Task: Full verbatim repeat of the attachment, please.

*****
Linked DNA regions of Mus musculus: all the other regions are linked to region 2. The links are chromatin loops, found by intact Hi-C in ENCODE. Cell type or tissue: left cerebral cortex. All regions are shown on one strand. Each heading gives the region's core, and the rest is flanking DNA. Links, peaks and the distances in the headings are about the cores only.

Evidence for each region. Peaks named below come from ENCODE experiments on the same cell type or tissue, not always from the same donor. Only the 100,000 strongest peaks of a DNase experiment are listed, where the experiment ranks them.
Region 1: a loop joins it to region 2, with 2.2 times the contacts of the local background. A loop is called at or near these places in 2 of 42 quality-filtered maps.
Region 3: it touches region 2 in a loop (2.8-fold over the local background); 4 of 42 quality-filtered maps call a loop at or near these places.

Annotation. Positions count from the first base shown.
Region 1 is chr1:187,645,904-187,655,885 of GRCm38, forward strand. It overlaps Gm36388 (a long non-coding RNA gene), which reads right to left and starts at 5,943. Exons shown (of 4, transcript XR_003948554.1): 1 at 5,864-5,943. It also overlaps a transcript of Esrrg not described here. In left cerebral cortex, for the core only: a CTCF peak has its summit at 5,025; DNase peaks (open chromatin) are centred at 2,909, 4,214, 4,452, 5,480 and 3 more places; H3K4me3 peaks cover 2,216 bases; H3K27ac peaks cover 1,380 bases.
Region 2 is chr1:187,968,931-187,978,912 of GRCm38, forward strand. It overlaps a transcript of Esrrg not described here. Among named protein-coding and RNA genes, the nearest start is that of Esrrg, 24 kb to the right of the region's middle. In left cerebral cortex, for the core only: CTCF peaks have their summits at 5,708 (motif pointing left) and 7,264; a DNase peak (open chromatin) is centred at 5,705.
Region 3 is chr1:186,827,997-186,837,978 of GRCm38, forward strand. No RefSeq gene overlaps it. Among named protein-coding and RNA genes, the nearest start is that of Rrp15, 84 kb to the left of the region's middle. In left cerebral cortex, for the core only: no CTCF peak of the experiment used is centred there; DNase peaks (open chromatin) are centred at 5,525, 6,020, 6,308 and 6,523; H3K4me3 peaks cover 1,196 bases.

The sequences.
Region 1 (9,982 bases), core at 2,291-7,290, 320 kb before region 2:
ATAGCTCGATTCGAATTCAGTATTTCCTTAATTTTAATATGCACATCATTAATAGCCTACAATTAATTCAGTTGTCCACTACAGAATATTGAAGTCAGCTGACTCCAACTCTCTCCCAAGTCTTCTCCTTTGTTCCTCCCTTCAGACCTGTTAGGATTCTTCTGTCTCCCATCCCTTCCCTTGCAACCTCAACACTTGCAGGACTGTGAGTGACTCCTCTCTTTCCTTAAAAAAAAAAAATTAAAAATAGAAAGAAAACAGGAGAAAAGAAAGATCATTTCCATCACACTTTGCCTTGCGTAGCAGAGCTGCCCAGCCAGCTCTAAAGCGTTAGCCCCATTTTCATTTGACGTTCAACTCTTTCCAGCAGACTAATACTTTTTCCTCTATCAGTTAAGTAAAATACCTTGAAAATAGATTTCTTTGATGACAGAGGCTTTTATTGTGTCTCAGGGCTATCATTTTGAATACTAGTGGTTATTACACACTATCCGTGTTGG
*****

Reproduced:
Linked DNA regions of Mus musculus: all the other regions are linked to region 2. The links are chromatin loops, found by intact Hi-C in ENCODE. Cell type or tissue: left cerebral cortex. All regions are shown on one strand. Each heading gives the region's core, and the rest is flanking DNA. Links, peaks and the distances in the headings are about the cores only.

Evidence for each region. Peaks named below come from ENCODE experiments on the same cell type or tissue, not always from the same donor. Only the 100,000 strongest peaks of a DNase experiment are listed, where the experiment ranks them.
Region 1: a loop joins it to region 2, with 2.2 times the contacts of the local background. A loop is called at or near these places in 2 of 42 quality-filtered maps.
Region 3: it touches region 2 in a loop (2.8-fold over the local background); 4 of 42 quality-filtered maps call a loop at or near these places.

Annotation. Positions count from the first base shown.
Region 1 is chr1:187,645,904-187,655,885 of GRCm38, forward strand. It overlaps Gm36388 (a long non-coding RNA gene), which reads right to left and starts at 5,943. Exons shown (of 4, transcript XR_003948554.1): 1 at 5,864-5,943. It also overlaps a transcript of Esrrg not described here. In left cerebral cortex, for the core only: a CTCF peak has its summit at 5,025; DNase peaks (open chromatin) are centred at 2,909, 4,214, 4,452, 5,480 and 3 more places; H3K4me3 peaks cover 2,216 bases; H3K27ac peaks cover 1,380 bases.
Region 2 is chr1:187,968,931-187,978,912 of GRCm38, forward strand. It overlaps a transcript of Esrrg not described here. Among named protein-coding and RNA genes, the nearest start is that of Esrrg, 24 kb to the right of the region's middle. In left cerebral cortex, for the core only: CTCF peaks have their summits at 5,708 (motif pointing left) and 7,264; a DNase peak (open chromatin) is centred at 5,705.
Region 3 is chr1:186,827,997-186,837,978 of GRCm38, forward strand. No RefSeq gene overlaps it. Among named protein-coding and RNA genes, the nearest start is that of Rrp15, 84 kb to the left of the region's middle. In left cerebral cortex, for the core only: no CTCF peak of the experiment used is centred there; DNase peaks (open chromatin) are centred at 5,525, 6,020, 6,308 and 6,523; H3K4me3 peaks cover 1,196 bases.

The sequences.
Region 1 (9,982 bases), core at 2,291-7,290, 320 kb before region 2:
ATAGCTCGATTCGAATTCAGTATTTCCTTAATTTTAATATGCACATCATTAATAGCCTACAATTAATTCAGTTGTCCACTACAGAATATTGAAGTCAGCTGACTCCAACTCTCTCCCAAGTCTTCTCCTTTGTTCCTCCCTTCAGACCTGTTAGGATTCTTCTGTCTCCCATCCCTTCCCTTGCAACCTCAACACTTGCAGGACTGTGAGTGACTCCTCTCTTTCCTTAAAAAAAAAAAATTAAAAATAGAAAGAAAACAGGAGAAAAGAAAGATCATTTCCATCACACTTTGCCTTGCGTAGCAGAGCTGCCCAGCCAGCTCTAAAGCGTTAGCCCCATTTTCATTTGACGTTCAACTCTTTCCAGCAGACTAATACTTTTTCCTCTATCAGTTAAGTAAAATACCTTGAAAATAGATTTCTTTGATGACAGAGGCTTTTATTGTGTCTCAGGGCTATCATTTTGAATACTAGTGGTTATTACACACTATCCGTGTTGG